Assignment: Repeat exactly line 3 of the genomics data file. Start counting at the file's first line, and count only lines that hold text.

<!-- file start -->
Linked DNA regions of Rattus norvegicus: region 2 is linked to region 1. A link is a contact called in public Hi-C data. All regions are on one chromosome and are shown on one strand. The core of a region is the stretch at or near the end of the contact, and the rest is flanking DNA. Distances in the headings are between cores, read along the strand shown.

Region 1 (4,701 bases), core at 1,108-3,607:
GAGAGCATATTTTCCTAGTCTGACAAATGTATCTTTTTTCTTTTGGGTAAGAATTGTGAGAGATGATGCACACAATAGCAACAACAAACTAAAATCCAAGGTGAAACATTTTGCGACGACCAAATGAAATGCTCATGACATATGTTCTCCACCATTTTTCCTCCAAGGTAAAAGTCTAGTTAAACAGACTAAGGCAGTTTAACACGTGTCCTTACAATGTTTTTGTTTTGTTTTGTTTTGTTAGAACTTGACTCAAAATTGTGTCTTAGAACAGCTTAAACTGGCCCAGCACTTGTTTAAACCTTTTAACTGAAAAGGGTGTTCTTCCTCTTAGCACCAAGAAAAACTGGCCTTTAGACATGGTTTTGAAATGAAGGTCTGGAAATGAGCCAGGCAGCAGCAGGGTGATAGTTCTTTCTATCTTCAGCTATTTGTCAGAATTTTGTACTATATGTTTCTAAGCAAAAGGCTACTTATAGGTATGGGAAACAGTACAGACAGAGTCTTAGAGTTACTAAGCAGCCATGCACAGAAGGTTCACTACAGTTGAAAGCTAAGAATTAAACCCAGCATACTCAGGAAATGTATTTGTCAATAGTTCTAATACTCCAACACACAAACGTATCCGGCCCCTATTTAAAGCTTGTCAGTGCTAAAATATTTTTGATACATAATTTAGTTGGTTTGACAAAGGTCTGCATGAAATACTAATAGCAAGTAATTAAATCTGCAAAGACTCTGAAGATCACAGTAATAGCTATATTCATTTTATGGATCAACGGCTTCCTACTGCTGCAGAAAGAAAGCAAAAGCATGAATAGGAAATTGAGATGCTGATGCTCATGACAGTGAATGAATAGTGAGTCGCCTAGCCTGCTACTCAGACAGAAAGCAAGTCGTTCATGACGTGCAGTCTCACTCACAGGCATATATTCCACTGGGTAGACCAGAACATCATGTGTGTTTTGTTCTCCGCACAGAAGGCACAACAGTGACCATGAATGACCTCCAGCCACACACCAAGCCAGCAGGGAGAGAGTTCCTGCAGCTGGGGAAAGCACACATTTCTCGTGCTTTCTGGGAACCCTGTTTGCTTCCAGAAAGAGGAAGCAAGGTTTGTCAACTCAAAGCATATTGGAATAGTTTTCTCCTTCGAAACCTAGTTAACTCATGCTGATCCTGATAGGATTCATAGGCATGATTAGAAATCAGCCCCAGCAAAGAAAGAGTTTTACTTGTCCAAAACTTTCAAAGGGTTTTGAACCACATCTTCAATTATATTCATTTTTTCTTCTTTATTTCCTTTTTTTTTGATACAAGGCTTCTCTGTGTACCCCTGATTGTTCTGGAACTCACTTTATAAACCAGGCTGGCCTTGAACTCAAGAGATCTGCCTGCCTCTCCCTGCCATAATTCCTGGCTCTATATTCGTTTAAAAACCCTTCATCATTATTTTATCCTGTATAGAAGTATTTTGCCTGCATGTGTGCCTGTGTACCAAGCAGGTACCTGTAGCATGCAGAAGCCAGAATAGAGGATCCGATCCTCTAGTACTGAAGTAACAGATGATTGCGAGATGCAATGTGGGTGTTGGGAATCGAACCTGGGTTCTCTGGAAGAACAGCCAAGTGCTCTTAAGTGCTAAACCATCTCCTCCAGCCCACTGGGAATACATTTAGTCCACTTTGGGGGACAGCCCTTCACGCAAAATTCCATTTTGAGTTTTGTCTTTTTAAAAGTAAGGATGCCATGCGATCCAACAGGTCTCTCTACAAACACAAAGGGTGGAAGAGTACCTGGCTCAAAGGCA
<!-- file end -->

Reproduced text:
GAGAGCATATTTTCCTAGTCTGACAAATGTATCTTTTTTCTTTTGGGTAAGAATTGTGAGAGATGATGCACACAATAGCAACAACAAACTAAAATCCAAGGTGAAACATTTTGCGACGACCAAATGAAATGCTCATGACATATGTTCTCCACCATTTTTCCTCCAAGGTAAAAGTCTAGTTAAACAGACTAAGGCAGTTTAACACGTGTCCTTACAATGTTTTTGTTTTGTTTTGTTTTGTTAGAACTTGACTCAAAATTGTGTCTTAGAACAGCTTAAACTGGCCCAGCACTTGTTTAAACCTTTTAACTGAAAAGGGTGTTCTTCCTCTTAGCACCAAGAAAAACTGGCCTTTAGACATGGTTTTGAAATGAAGGTCTGGAAATGAGCCAGGCAGCAGCAGGGTGATAGTTCTTTCTATCTTCAGCTATTTGTCAGAATTTTGTACTATATGTTTCTAAGCAAAAGGCTACTTATAGGTATGGGAAACAGTACAGACAGAGTCTTAGAGTTACTAAGCAGCCATGCACAGAAGGTTCACTACAGTTGAAAGCTAAGAATTAAACCCAGCATACTCAGGAAATGTATTTGTCAATAGTTCTAATACTCCAACACACAAACGTATCCGGCCCCTATTTAAAGCTTGTCAGTGCTAAAATATTTTTGATACATAATTTAGTTGGTTTGACAAAGGTCTGCATGAAATACTAATAGCAAGTAATTAAATCTGCAAAGACTCTGAAGATCACAGTAATAGCTATATTCATTTTATGGATCAACGGCTTCCTACTGCTGCAGAAAGAAAGCAAAAGCATGAATAGGAAATTGAGATGCTGATGCTCATGACAGTGAATGAATAGTGAGTCGCCTAGCCTGCTACTCAGACAGAAAGCAAGTCGTTCATGACGTGCAGTCTCACTCACAGGCATATATTCCACTGGGTAGACCAGAACATCATGTGTGTTTTGTTCTCCGCACAGAAGGCACAACAGTGACCATGAATGACCTCCAGCCACACACCAAGCCAGCAGGGAGAGAGTTCCTGCAGCTGGGGAAAGCACACATTTCTCGTGCTTTCTGGGAACCCTGTTTGCTTCCAGAAAGAGGAAGCAAGGTTTGTCAACTCAAAGCATATTGGAATAGTTTTCTCCTTCGAAACCTAGTTAACTCATGCTGATCCTGATAGGATTCATAGGCATGATTAGAAATCAGCCCCAGCAAAGAAAGAGTTTTACTTGTCCAAAACTTTCAAAGGGTTTTGAACCACATCTTCAATTATATTCATTTTTTCTTCTTTATTTCCTTTTTTTTTGATACAAGGCTTCTCTGTGTACCCCTGATTGTTCTGGAACTCACTTTATAAACCAGGCTGGCCTTGAACTCAAGAGATCTGCCTGCCTCTCCCTGCCATAATTCCTGGCTCTATATTCGTTTAAAAACCCTTCATCATTATTTTATCCTGTATAGAAGTATTTTGCCTGCATGTGTGCCTGTGTACCAAGCAGGTACCTGTAGCATGCAGAAGCCAGAATAGAGGATCCGATCCTCTAGTACTGAAGTAACAGATGATTGCGAGATGCAATGTGGGTGTTGGGAATCGAACCTGGGTTCTCTGGAAGAACAGCCAAGTGCTCTTAAGTGCTAAACCATCTCCTCCAGCCCACTGGGAATACATTTAGTCCACTTTGGGGGACAGCCCTTCACGCAAAATTCCATTTTGAGTTTTGTCTTTTTAAAAGTAAGGATGCCATGCGATCCAACAGGTCTCTCTACAAACACAAAGGGTGGAAGAGTACCTGGCTCAAAGGCA